Is your child a fussy eater? Genetics could be the reason why
According to a study, your child's fussy eating habits could be innate, not learned
If your toddler is a fussy eater, you might have heard that your parenting style could be making them picky. While that does play a part in your child’s relationship with food, a new study by researchers from the University College London has revealed that genetics are partially to blame for your child’s fussy eating habits.
Published in The Journal of Child Psychology and Psychiatry, the study observed the eating habits of more than 1,900 pairs of 16-month-old twins. The researchers examined both monosygotic or identical twins (who share 100% of their genes) and duozygotic fraternal twins (who share only 50% of their segregating genes) to see how genetics play a part in their eating habits.
The researchers were observing two things:
- food fussiness: the tendency to be very selective about food
- food neophobia: the tendency to refuse to try new and unfamiliar foods
The researchers found that genetics played a significant part on both food fussiness and food neophobia. To be exact, genetics can be blamed for 46% of food fussiness, and 58% of food neophobia.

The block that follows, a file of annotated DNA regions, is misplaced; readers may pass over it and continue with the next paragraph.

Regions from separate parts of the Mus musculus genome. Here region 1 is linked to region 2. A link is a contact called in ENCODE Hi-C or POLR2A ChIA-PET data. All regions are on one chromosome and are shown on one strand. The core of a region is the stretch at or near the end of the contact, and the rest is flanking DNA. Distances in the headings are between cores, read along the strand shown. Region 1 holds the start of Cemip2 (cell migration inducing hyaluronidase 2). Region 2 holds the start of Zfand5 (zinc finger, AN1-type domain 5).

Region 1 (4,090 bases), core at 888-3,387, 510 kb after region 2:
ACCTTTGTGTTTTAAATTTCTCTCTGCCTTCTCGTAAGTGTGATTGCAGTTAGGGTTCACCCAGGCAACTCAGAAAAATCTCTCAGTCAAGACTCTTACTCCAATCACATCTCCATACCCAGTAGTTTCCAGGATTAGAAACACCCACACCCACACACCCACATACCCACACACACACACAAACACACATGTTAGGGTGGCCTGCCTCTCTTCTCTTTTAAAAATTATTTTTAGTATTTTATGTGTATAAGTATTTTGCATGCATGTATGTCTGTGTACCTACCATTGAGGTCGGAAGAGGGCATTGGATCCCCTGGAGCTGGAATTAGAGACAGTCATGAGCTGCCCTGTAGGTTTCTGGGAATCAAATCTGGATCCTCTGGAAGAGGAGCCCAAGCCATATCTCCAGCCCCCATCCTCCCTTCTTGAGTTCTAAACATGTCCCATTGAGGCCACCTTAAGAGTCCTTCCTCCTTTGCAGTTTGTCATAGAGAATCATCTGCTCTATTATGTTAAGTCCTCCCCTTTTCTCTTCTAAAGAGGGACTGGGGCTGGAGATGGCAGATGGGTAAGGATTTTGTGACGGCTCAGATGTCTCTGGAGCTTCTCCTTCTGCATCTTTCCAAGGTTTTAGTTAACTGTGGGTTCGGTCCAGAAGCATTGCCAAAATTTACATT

In other words, there’s a significant chance that your child’s fussiness wasn’t learned, but is, in fact, innate.
“That these traits were so significantly influenced by genes so early on really indicates how innate the tendency is, and that it is not because of the parents that are kind of molding [children] into fussy eaters—it is already there when they are 16 months old,” co-lead author Andrea Smith told The Guardian.
Though genes might be the cause behind your child’s fussiness, that doesn’t mean that how you feed your child doesn’t play a part.
“Keeping meal times as positive as possible is the way forward,” Andrea Smith told CNN.
Your child’s fussy eating habits don’t have to stay that way. As Smith pointed out to The Guardian, “[our] genes are not our destiny. Parents can positively influence their child’s eating behaviors.”
Instead of forcing your child to eat a certain kind of food, keep offering it to your child and praise them every time they show interest.
“Keeping meal times as positive as possible is the way forward”
“When mealtimes tend to be negative it makes the child tense and those fussy tendencies become stronger,” said Smith. “Coercing them into eating also exacerbates these tendencies.”
Pediatric specialist Dr. Alastair Sutcliffe told CNN that the foods you use to wean your child could also play a role in their fussiness. Parents, for example, can feed their baby too much sweet foods while weaning, making them partial to sweet foods and less willing to try other foods.
Dr. Sutcliffe recommended that parents should give their babies a varied diet with a wide range of tastes, while making sure that they get enough nutrition.